An immigrant from Haiti, Eriana does not have Dominican citizenship and can’t legally work. Her husband works at a nightclub, but the couple struggle to feed the children they have.
Asked what she is going to do with another baby coming, Eriana replies, “Nada.”
There is nothing she can do.
Like many immigrants from Haiti, Eriana speaks only a little Spanish. Her native language is a dialect of French-Creole, and that presents yet another challenge to health care professionals.
“Usually they come when they are almost at time of delivery,” said Ziur, the Cuban doctor at Los Mina. “They live in Haiti. They get here and they tell you, ‘No, I don’t speak Spanish. I don’t speak English. I don’t speak anything, only Creole.’”
Translators are sometimes available at the hospital, but not always. Ziur said he handles an average of 40 patients a day. In a typical eight-hour day, that’s five patients per hour, and nearly one third do not speak Spanish.
The Dominican Ministry of Public Health is trying to overcome the language problems by adopting a common form for perinatal histories and translating it into Creole. The ministry has disseminated the translated document throughout Dominican hospitals and also has sent the form to Haiti.
The maternal health problems in the Dominican Republic are not unique, and, in fact, many are the same as those facing immigrant populations in the U.S.
Many undocumented women in the U.S. have little or no access to pre-natal care during pregnancy, according to a 2010 Amnesty International report. Private insurance is too expensive, and they don’t qualify for Medicaid because they are in the country unlawfully.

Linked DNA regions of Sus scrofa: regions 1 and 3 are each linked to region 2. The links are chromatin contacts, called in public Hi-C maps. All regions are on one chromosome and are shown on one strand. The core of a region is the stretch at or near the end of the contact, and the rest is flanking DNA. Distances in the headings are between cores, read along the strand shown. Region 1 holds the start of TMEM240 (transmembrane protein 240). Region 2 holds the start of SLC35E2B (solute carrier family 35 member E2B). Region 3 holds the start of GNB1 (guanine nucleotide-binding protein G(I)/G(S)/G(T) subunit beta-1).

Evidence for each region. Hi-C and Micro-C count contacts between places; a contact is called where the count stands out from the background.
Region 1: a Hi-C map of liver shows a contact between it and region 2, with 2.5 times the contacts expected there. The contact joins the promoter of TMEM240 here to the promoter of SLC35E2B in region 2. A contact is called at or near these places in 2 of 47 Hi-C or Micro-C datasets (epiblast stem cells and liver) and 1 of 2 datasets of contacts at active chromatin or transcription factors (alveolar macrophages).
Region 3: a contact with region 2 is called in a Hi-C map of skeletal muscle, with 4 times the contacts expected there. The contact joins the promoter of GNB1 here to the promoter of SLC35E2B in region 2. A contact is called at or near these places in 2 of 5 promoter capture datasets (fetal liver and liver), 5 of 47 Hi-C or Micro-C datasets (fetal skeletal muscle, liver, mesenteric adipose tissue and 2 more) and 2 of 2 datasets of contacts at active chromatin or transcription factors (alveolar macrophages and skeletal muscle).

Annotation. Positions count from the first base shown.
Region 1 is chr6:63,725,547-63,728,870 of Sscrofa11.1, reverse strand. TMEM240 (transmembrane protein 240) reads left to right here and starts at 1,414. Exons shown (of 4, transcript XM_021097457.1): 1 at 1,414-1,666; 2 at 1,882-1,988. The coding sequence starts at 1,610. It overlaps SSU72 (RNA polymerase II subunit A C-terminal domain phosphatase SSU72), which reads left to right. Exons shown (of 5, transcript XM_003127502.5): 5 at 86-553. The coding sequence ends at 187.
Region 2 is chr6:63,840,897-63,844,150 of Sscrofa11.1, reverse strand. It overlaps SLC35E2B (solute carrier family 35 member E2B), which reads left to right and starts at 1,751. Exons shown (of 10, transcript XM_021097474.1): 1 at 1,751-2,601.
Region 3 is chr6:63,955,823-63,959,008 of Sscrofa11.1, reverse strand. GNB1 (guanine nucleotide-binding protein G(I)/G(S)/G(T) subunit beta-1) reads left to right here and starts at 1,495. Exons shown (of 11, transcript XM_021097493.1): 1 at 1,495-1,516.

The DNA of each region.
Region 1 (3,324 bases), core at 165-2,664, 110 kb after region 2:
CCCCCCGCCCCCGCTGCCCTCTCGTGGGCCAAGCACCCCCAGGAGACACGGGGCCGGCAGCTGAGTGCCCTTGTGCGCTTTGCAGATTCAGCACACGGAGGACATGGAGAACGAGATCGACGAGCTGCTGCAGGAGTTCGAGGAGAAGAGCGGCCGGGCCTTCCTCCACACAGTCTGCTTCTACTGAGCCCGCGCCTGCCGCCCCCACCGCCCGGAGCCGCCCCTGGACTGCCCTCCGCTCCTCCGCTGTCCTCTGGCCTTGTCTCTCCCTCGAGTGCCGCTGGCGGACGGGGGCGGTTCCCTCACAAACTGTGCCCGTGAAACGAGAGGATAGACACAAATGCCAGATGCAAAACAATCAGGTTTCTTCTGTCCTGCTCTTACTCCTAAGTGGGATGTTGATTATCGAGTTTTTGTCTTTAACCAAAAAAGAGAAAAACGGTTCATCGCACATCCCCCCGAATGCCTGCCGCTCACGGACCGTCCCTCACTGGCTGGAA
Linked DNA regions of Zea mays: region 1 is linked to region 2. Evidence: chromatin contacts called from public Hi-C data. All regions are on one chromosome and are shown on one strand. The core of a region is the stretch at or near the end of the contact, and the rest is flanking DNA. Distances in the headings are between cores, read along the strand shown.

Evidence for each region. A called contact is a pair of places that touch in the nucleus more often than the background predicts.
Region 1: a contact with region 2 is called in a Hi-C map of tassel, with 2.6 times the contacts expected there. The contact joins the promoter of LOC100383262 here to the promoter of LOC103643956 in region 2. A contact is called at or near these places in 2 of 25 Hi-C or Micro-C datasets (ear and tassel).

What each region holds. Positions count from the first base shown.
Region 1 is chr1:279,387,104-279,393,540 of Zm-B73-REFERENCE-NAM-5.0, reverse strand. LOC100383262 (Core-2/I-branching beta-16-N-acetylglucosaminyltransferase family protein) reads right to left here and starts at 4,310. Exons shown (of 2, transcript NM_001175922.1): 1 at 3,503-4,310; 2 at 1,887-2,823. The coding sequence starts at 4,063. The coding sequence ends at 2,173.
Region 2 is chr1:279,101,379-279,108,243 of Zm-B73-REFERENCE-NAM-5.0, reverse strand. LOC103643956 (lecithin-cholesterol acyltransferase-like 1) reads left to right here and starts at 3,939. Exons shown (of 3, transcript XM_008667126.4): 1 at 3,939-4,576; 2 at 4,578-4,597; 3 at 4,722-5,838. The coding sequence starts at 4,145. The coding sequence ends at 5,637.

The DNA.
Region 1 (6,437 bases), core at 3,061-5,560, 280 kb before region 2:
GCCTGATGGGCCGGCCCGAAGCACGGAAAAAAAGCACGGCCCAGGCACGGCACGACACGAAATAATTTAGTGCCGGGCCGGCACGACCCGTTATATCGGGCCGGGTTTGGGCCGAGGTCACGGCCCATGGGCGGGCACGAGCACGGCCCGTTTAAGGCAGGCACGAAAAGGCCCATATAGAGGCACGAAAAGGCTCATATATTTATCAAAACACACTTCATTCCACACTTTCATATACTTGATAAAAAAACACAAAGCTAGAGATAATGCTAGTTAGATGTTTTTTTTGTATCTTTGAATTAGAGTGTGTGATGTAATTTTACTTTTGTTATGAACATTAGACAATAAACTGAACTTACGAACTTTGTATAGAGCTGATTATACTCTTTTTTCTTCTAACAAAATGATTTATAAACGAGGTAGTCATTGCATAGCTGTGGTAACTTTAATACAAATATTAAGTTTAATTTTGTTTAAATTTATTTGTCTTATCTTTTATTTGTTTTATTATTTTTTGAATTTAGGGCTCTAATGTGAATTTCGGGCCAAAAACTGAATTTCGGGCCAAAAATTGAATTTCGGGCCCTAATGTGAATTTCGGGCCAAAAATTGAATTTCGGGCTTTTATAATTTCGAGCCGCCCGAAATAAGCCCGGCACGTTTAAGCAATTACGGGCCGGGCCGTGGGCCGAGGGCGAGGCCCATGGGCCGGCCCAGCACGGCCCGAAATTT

Although U.S. law requires that all women in active labor have access to medical care regardless of immigration status, many arrive at hospitals in poor condition, according to the report. They frequently lack pre-natal care and don’t speak the language.
Medical care for undocumented immigrants is being increasingly debated in the U.S. In Arizona, for example, a bill introduced in the state Legislature last year would have required hospitals to identify suspected illegal immigrants. While those in need of emergency services would get them, the bill would have denied services to others.
The bill failed to pass after hospital and medical associations voiced strong opposition to checking patients’ immigration status. However, state Sen. Steve Smith, a Republican who represents a large district south and east of Phoenix, has said he intends to reintroduce the bill next session.
Such a debate has not yet surfaced in the Dominican Republic, despite evidence that treating illegal immigrants has stretched the health care system beyond its capabilities and even though the two countries – the Dominican and Haiti – have a long history of antagonistic relations.
Ziur is typical of doctors who say that if the Dominican Republic adopted a law requiring hospitals to notify authorities of a patient’s immigration status, he would refuse.
Treating undocumented population may be hurting the Dominican health care system, but not treating people in need would be more painful.
“I will not do it. I will just resist,” he said.
Medical care, he said, is not about policy or politics.
“Your duty’s not that. I’m here to save lives.”